Make the Most of Training in a Mask

Make the Most of Training in a Mask

During indoor exercise, masks are even more important to reduce the spread of airborne particles throughout a gym. Here is how to make the most of it.
When gyms first reopened after COVID-related shutdowns, seeing someone wear a mask on the treadmill or by the squat rack may have seemed like an overly protective, even slightly paranoid, measure. Fast-forward to now, and many places — including some big-box chains — require facial coverings from the moment you step through the door to the second you leave. And for good measure: Studies have found that wearing masks in public can reduce the risk of virus contamination by blocking the transmission of virus-carrying droplets that someone can expel in the air and on surfaces.

“During indoor exercise, masks are even more important to reduce the spread of airborne particles throughout a gym,” says Amerigo Rossi, EdD, an assistant professor of health and exercise science at Long Island University. That’s because “during rest, we exhale about 250 milliliters per second, whereas during intense exercise, we might exhale about 3,000 milliliters per second. The force and volume of exhaled air is much greater” — meaning there are more chances for an unknowing party to pass something on.
“During indoor exercise, masks are even more important to reduce the spread of airborne particles throughout a gym."

Amerigo Rossi, EdD
Assistant Professor of Health and Exercise Science at Long Island University

To maximize your safety, Rossi suggests extending your typical physical distancing to 12 feet whenever possible and, of course, wearing a mask at all times. If the latter part feels harder than the first, read this and breathe a little easier.

1. Trust that air flows through the fabric.
Anyone who’s ever done more than stand in a surgical or cotton mask knows that exercising in one can feel a bit stifling, to say the least. But the reason isn’t that you’re being deprived of oxygen. It’s that when you’re breaking a sweat while wearing a mask, the mask traps some of the heat your body is trying to lose as your core temperature increases. This could prevent your body from efficiently cooling itself, says Christopher Lundstrom, PhD, a lecturer on sport and exercise science at the University of Minnesota. You are unlikely to overheat just from wearing a mask, but your brain will sense that increase in temperature and cause you to slow down, he says. Your workout might subsequently feel harder, which is totally OK, he adds, as long as you pay attention to your body and don’t push too hard in hot and/or humid conditions.

If that doesn’t give you much relief, know that the smothered feeling is just that, a feeling. “When we exhale normally, air leaves in a fairly linear direction, so we are sure that we have exhaled,” says Rossi. “But in a mask, air also goes out through the sides and travels over our face, which can make us feel claustrophobic.”

2. Extend your rest breaks.
If you’re just getting used to wearing a mask during any sort of physical activity, “it might take a little bit longer for you to recover, catch your breath, and feel ready to go again,” says Lundstrom. Your mind and body simply need to get accustomed to slightly warmer and stuffier circumstances. Multiply your normal rest time by 1.5 (e.g. if your usual interval recovery time is 1 minute long, tack on another 30 seconds between sets), suggests Lundstrom. Or use the talk test: You’ll know when you’re ready to push when you can comfortably speak again.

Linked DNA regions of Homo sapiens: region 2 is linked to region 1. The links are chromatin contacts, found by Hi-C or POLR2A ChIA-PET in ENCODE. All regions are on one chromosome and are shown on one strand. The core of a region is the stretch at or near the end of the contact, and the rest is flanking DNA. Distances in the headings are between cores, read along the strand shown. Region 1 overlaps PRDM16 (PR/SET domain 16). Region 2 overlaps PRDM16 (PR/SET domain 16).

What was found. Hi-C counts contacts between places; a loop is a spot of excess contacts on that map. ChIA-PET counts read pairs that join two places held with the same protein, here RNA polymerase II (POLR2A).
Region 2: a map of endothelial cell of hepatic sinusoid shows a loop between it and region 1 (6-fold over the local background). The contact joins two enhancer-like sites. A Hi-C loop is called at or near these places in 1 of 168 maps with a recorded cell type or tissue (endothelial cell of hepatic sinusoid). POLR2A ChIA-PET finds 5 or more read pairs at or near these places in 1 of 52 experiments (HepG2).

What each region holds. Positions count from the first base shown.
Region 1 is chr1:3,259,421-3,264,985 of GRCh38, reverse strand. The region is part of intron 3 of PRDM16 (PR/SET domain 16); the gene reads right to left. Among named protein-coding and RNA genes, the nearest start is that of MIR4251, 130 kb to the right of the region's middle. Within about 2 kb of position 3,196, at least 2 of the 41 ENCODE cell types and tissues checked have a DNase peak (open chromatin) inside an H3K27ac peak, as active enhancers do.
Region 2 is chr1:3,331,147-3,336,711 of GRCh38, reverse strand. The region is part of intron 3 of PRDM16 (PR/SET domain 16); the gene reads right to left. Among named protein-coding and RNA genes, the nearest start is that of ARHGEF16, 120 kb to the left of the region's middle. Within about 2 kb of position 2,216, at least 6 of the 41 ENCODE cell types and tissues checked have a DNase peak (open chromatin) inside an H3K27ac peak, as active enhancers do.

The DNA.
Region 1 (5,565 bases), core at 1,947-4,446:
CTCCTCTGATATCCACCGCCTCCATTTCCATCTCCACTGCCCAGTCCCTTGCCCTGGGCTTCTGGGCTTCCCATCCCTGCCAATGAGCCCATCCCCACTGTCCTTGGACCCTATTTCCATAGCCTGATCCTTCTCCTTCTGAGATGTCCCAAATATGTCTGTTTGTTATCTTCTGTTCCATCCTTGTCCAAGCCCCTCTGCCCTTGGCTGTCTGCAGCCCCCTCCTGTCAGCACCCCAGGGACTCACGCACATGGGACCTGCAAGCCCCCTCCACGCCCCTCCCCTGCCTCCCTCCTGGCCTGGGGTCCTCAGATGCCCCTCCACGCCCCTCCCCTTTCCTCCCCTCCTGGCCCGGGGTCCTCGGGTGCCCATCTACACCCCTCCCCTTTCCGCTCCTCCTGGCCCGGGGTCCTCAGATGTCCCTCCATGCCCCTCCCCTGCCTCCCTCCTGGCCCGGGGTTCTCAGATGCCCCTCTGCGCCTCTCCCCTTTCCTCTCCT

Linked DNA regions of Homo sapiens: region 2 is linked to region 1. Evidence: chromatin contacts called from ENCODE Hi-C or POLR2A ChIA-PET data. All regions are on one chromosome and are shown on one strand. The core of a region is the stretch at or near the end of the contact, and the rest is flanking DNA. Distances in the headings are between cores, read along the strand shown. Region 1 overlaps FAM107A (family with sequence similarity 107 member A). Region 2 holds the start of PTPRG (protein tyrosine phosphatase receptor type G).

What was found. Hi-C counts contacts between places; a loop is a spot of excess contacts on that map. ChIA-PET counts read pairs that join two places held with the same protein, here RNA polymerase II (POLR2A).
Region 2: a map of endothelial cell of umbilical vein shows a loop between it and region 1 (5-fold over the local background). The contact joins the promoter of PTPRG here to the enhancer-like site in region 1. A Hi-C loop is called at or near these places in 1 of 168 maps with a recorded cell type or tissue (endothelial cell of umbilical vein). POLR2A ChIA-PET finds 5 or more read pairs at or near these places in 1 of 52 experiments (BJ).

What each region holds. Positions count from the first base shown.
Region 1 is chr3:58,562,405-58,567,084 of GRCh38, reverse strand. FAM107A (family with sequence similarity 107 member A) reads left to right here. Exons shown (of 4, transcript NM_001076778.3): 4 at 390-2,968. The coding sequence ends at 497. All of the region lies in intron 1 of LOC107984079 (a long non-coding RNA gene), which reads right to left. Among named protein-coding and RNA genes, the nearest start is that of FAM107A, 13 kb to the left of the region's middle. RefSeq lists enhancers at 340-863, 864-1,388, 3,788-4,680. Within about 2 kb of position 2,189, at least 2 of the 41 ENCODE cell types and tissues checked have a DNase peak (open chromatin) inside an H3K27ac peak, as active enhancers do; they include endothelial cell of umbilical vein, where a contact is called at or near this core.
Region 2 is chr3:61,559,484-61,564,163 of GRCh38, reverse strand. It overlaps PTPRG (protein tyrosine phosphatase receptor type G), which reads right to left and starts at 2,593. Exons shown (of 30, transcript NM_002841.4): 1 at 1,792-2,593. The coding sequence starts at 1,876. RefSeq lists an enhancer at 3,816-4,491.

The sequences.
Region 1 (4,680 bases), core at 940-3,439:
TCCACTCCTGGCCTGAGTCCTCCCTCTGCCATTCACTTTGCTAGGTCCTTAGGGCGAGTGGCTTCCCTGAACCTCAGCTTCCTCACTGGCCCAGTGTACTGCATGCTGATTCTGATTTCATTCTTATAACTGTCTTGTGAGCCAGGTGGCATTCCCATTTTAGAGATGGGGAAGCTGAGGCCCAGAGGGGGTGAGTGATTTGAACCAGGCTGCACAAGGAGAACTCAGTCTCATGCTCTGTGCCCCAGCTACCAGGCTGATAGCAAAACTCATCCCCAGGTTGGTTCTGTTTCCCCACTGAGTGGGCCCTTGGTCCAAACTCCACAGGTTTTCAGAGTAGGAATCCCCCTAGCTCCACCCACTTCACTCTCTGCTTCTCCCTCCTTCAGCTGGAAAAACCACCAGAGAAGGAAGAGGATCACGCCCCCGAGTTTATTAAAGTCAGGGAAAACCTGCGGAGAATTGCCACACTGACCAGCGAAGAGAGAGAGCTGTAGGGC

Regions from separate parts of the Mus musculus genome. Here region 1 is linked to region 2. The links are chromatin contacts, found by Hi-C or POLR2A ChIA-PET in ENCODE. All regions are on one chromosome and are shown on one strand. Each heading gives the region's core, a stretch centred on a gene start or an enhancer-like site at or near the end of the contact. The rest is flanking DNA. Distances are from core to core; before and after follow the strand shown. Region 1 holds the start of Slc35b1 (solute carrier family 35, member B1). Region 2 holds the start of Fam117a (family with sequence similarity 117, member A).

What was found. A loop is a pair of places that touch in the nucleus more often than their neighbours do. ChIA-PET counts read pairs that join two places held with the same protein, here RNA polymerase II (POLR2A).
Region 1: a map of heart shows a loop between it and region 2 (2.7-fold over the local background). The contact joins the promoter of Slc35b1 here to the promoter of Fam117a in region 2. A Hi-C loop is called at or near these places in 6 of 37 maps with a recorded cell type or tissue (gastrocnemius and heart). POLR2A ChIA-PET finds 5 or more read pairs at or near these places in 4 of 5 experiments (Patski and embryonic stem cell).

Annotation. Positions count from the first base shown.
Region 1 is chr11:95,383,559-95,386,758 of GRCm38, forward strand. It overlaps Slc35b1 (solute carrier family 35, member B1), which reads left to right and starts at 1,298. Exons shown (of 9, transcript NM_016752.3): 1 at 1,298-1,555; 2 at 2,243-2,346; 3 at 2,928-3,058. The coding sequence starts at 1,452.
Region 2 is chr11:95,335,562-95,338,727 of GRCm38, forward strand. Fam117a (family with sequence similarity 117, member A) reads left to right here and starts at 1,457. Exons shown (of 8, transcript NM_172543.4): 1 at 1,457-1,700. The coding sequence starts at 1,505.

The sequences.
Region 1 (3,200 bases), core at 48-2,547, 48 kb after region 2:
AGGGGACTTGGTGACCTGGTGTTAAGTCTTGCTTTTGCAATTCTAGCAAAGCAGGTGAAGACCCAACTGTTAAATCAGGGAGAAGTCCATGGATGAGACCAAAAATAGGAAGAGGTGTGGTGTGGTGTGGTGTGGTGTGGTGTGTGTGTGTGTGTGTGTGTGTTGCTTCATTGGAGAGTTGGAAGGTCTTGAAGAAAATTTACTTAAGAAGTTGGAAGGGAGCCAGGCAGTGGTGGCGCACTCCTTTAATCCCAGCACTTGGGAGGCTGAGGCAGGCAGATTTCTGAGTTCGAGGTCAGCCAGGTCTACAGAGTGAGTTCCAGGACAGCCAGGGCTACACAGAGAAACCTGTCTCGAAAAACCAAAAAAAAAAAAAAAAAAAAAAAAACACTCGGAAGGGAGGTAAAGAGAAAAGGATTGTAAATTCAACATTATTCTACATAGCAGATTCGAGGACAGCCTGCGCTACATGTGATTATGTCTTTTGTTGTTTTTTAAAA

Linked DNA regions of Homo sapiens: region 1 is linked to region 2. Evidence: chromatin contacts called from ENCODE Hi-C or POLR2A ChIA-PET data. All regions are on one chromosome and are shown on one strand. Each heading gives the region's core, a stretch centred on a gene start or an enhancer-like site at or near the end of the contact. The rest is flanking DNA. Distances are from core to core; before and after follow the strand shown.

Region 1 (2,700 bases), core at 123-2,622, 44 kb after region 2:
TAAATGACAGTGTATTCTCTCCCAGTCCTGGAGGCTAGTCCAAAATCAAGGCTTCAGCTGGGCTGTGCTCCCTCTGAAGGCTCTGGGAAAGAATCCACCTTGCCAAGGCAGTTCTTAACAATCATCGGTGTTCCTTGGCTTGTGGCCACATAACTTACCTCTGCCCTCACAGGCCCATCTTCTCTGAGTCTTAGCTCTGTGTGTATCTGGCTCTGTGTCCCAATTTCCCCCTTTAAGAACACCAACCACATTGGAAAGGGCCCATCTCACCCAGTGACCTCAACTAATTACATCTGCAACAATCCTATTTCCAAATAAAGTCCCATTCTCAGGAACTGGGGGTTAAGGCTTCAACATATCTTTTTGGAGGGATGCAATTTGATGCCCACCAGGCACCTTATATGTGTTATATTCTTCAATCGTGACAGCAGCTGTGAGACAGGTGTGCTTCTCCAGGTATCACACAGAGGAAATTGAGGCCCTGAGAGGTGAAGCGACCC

Even when you’re on the treadmill or stationary bike or doing some other steady-state activity, don’t be afraid to slow down for an active-recovery break if you feel lightheaded or dizzy. That could be a sign that you’ve subconsciously changed your normal breathing pattern because the mask feels “different,” says Rossi.

3. Focus on deep, belly breathing.
More on that breathing-pattern bit: Sometimes when we feel like we can’t get enough air, our breath becomes shallow, explains Rossi. Labored breathing, which mainly relies on the chest and neck muscles, can unnecessarily increase your heart rate, feelings of anxiety, and fatigue, he says. All of these symptoms not only make it tough for you to relax and find your flow, they can also increase your rate of perceived exertion, or how hard you think you’re working, which can make you want to bow out early. To prevent panicked breathing during exercise, try counting your breath to keep it steady and consistent. Inhale for 2 to 3 seconds, then exhale for the same amount of time.

And when you’re resting between work intervals or after your workout, slow everything down by using diaphragmatic breathing, aka “belly breathing.” Take slow inhales through your nose as you feel your belly expand, then let your belly fall as you gradually exhale through your mouth. This can help you reset in less time.

4. Bring an extra mask.
Thanks to sweat and all the moisture you produce when you exhale, it can get pretty damp underneath your face covering. “If your mask is totally soaked, it’s going to be really hard to breathe,” says Lundstrom. “It will lose its porous quality and could potentially block the optimal exchange of oxygen and carbon dioxide.” Your move? Bring two masks to every training session so you can switch to a dry one when you feel the first one getting soggy. Better yet, just throw a bunch in your gym bag.

While mask life probably isn’t going anywhere anytime soon, the upside is that training with one does get easier. Like any other physical challenge you throw at it, your body eventually adapts. But if you aren’t convinced, exercise outside whenever possible. There you can easily practice physical distancing, remove your mask when no one’s around, and more safely take in the great outdoors.

Words: Adele Jackson-Gibson
Illustration: Ryan Johnson